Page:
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Malic acid has been lately detected in the acid liquid obtained from ants. When this acid liquid is saturated with lime, and mingled with acetate of lead, a precipitate is obtained which is malate of lead, which


be decomposed by the affusion of sulphuric acid.

Rationale. În Experiment 1, the malate of potash, which is formed, is decomposed by acetate of lead ; malate of lead is precipitated, and acetate of potash remains in solution. The former is treated with sulphuric acid, which disengages the malic acid. In Experiment », the acetate of lead acts nearly in the same manner; in Experiment 3, malic acid is obtained by the decomposition of nitric acid.

Remark. This acid is found ready formed in the juice of unripe apples, and in those of barberries, elderberries, gooseberries, plums, and the common house-leek.

Malic acid is incapable of crystallizing, but appears always in the liquid state, of a reddish brown colour. Its taste is an unpleasant. sour. If left exposed to the air, it gradually undergoes a spontaneous decomposition. Nitric acid converts it into oxalic acid. It forms precipitates in the solution of nitrate of mercury, lead, and silver.

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Experiment 1. Introduce one part of cork cut into small pieces into a retort, and pour upon it six of nitric acid, distil the mixture with a gentle heat till no more nitrous gas appears. Then pour the contents into a basin, and evaporate it till it acquires the consistence of honey, and a pungent suffocating vapour arises; then add to it twice its bulk of boiling water, heat it gently, and pour it on a filter. The fluid which passes, when cooling, deposits a precipitate, which must be separated; the fuid is then evaporated to dryness, and the product obtained is suberic acid.

Rationale. The nitric acid is decomposed ; its oxygen unites with the cork, converting it into an acid, whilst nitrous gas is liberated.

Remark. Suberic acid is not crystallizable, but it may be produced in the solid form of a powder, or thin pellicles. It is volatilized by heat. Suberic acid has a sharp, acid, bitterish taste. It acts strongly upon the throat, and excites coughing. It strongly reddens vegetable blues, and has the peculiar property of turning the blue colour of a solution of indigo in sulphuric acid, of the nitrate of copper, and of the sulphate of copper to green, and gives a yellow colour to the solution of green sulphate of iron, and to the solution of sulphate of zinc. It is difficultly soluble in cold but easily soluble in boiling water. When heated it first fuses, then becomes dry, and at last sublimes entirely.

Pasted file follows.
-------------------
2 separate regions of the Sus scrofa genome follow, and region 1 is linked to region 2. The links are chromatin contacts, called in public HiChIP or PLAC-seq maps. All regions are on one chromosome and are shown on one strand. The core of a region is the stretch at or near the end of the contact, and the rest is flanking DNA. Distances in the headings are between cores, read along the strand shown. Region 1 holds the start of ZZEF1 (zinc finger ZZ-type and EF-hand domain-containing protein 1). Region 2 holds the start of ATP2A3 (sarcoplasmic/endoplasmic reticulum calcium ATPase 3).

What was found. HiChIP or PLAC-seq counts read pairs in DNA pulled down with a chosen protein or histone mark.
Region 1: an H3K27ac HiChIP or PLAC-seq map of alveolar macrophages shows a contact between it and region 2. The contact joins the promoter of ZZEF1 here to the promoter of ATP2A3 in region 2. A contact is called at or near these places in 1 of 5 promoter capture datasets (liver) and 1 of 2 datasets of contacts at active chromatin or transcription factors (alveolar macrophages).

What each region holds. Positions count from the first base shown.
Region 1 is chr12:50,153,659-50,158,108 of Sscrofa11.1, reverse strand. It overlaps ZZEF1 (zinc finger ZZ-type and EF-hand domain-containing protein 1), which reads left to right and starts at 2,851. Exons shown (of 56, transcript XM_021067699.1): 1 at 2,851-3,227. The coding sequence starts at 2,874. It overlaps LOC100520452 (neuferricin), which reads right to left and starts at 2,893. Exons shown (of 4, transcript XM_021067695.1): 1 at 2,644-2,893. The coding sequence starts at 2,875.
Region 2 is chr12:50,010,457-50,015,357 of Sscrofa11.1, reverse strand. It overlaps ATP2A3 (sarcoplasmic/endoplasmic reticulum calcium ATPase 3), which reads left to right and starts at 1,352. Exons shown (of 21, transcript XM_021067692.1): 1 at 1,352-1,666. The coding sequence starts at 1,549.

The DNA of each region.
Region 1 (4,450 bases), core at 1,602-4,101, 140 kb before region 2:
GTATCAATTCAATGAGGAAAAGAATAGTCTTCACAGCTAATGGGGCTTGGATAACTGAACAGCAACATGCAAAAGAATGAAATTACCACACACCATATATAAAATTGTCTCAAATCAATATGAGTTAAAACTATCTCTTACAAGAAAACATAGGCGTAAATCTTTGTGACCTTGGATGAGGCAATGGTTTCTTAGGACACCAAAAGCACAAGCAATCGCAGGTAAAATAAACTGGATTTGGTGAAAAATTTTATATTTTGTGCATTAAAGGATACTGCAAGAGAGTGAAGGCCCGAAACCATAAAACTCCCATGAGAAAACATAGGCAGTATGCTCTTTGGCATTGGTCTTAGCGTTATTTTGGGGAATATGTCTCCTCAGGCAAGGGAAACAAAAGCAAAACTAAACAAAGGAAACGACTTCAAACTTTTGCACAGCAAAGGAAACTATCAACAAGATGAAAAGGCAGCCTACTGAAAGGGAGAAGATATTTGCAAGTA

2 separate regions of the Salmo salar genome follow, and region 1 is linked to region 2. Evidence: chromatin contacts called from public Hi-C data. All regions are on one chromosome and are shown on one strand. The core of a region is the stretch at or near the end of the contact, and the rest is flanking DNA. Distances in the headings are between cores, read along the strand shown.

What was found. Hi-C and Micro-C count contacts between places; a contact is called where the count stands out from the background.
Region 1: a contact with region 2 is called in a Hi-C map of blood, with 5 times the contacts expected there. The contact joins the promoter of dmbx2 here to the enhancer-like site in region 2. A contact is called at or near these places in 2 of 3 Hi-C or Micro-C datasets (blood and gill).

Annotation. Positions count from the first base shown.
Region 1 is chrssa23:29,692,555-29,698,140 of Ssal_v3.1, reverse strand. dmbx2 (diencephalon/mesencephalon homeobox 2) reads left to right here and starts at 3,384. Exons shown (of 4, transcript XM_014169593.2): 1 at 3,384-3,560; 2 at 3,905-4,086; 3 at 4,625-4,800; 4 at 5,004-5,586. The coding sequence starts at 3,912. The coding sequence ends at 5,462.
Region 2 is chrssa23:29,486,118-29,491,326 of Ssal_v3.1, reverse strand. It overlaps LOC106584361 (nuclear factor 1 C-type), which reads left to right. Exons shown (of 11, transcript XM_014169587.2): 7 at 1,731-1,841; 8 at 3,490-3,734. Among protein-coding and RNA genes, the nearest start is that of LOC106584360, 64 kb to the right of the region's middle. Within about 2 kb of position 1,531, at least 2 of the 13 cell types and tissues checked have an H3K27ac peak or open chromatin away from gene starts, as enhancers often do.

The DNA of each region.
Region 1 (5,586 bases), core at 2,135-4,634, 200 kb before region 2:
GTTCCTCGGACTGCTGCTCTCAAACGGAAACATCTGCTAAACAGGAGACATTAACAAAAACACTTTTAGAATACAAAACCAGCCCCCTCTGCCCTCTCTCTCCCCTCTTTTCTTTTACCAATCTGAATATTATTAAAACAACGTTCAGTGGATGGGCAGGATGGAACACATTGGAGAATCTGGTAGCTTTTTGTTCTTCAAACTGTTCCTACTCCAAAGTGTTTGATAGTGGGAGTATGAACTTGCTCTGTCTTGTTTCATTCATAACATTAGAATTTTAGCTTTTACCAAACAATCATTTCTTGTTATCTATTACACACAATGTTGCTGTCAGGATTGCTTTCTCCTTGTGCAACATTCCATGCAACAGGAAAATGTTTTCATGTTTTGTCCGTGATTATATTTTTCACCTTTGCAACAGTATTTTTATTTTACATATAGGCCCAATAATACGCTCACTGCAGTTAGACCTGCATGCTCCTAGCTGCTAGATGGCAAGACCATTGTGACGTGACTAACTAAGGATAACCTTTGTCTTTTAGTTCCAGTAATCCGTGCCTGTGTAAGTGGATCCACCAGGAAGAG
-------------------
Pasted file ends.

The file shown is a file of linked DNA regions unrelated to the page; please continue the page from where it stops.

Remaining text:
This acid was discovered by Brugnatelli, and its properties were afterwards more investigated by Lagrange.



Experiment 1. If ants be infused in water, the water distilled off as long as it comes over without any burnt smell; the liquor saturated with potash, and evaporated to dryness; the dry mass saturated with sulphuric acid, and again distilled, formic acid will be obtained.

Rationale. The acid of the ant is taken up by the water, and afterwards continued with potash; the bombate of potash, thus formed, is then distilled with sulphuric acid, and the bombic acid is disengaged.

Remark. This acid was found to exist many years ago in the formica rufa, or red ant, and many of its properties were investigated by Margraff; and al

though Fourcroy and Vauquelin endeavoured to prove that it was only a mixture of acetic and malic acids, yet from subsequent experiments it is found to be a distinct acid. This acid is colourless, has a peculiar smell, and unites with different bases..



Experiment 1. Put into a glass matrass two parts of pulverized Prussian blue, one part of red oxyd of mer. cury, and six parts of water; boil this mixture for half an hour, agitating it frequently, then filter it, and pour over the residuum two parts more of boiling water, having united the liquors, evaporate the whole to obtain crystals, and prussic acid will be formed.